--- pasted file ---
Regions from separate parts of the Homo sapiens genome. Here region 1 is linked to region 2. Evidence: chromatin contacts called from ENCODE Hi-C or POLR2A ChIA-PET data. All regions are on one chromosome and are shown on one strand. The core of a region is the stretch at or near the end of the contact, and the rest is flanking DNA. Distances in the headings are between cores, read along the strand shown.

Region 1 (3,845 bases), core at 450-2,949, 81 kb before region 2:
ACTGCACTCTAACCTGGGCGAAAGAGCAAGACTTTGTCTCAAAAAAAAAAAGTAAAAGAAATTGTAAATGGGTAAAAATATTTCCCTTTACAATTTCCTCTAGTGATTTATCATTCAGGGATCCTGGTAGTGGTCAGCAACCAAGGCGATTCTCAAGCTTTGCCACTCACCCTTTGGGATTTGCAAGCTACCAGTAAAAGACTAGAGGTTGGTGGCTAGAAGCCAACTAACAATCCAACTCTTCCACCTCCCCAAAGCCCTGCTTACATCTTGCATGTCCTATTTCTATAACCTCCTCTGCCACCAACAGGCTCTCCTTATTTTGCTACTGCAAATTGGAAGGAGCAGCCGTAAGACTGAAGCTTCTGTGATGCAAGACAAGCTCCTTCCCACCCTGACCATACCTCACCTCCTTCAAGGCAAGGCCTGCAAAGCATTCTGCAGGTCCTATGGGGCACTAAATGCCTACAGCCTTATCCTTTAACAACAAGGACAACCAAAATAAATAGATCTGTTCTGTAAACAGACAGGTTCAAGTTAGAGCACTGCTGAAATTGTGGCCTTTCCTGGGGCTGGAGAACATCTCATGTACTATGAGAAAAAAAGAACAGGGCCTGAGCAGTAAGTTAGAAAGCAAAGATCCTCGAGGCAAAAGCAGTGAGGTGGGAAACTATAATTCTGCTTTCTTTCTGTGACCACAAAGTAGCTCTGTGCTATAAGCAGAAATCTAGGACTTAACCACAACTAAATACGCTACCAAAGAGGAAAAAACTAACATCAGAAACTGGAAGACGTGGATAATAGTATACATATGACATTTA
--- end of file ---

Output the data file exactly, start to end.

Regions from separate parts of the Homo sapiens genome. Here region 1 is linked to region 2. Evidence: chromatin contacts called from ENCODE Hi-C or POLR2A ChIA-PET data. All regions are on one chromosome and are shown on one strand. The core of a region is the stretch at or near the end of the contact, and the rest is flanking DNA. Distances in the headings are between cores, read along the strand shown.

Region 1 (3,845 bases), core at 450-2,949, 81 kb before region 2:
ACTGCACTCTAACCTGGGCGAAAGAGCAAGACTTTGTCTCAAAAAAAAAAAGTAAAAGAAATTGTAAATGGGTAAAAATATTTCCCTTTACAATTTCCTCTAGTGATTTATCATTCAGGGATCCTGGTAGTGGTCAGCAACCAAGGCGATTCTCAAGCTTTGCCACTCACCCTTTGGGATTTGCAAGCTACCAGTAAAAGACTAGAGGTTGGTGGCTAGAAGCCAACTAACAATCCAACTCTTCCACCTCCCCAAAGCCCTGCTTACATCTTGCATGTCCTATTTCTATAACCTCCTCTGCCACCAACAGGCTCTCCTTATTTTGCTACTGCAAATTGGAAGGAGCAGCCGTAAGACTGAAGCTTCTGTGATGCAAGACAAGCTCCTTCCCACCCTGACCATACCTCACCTCCTTCAAGGCAAGGCCTGCAAAGCATTCTGCAGGTCCTATGGGGCACTAAATGCCTACAGCCTTATCCTTTAACAACAAGGACAACCAAAATAAATAGATCTGTTCTGTAAACAGACAGGTTCAAGTTAGAGCACTGCTGAAATTGTGGCCTTTCCTGGGGCTGGAGAACATCTCATGTACTATGAGAAAAAAAGAACAGGGCCTGAGCAGTAAGTTAGAAAGCAAAGATCCTCGAGGCAAAAGCAGTGAGGTGGGAAACTATAATTCTGCTTTCTTTCTGTGACCACAAAGTAGCTCTGTGCTATAAGCAGAAATCTAGGACTTAACCACAACTAAATACGCTACCAAAGAGGAAAAAACTAACATCAGAAACTGGAAGACGTGGATAATAGTATACATATGACATTTA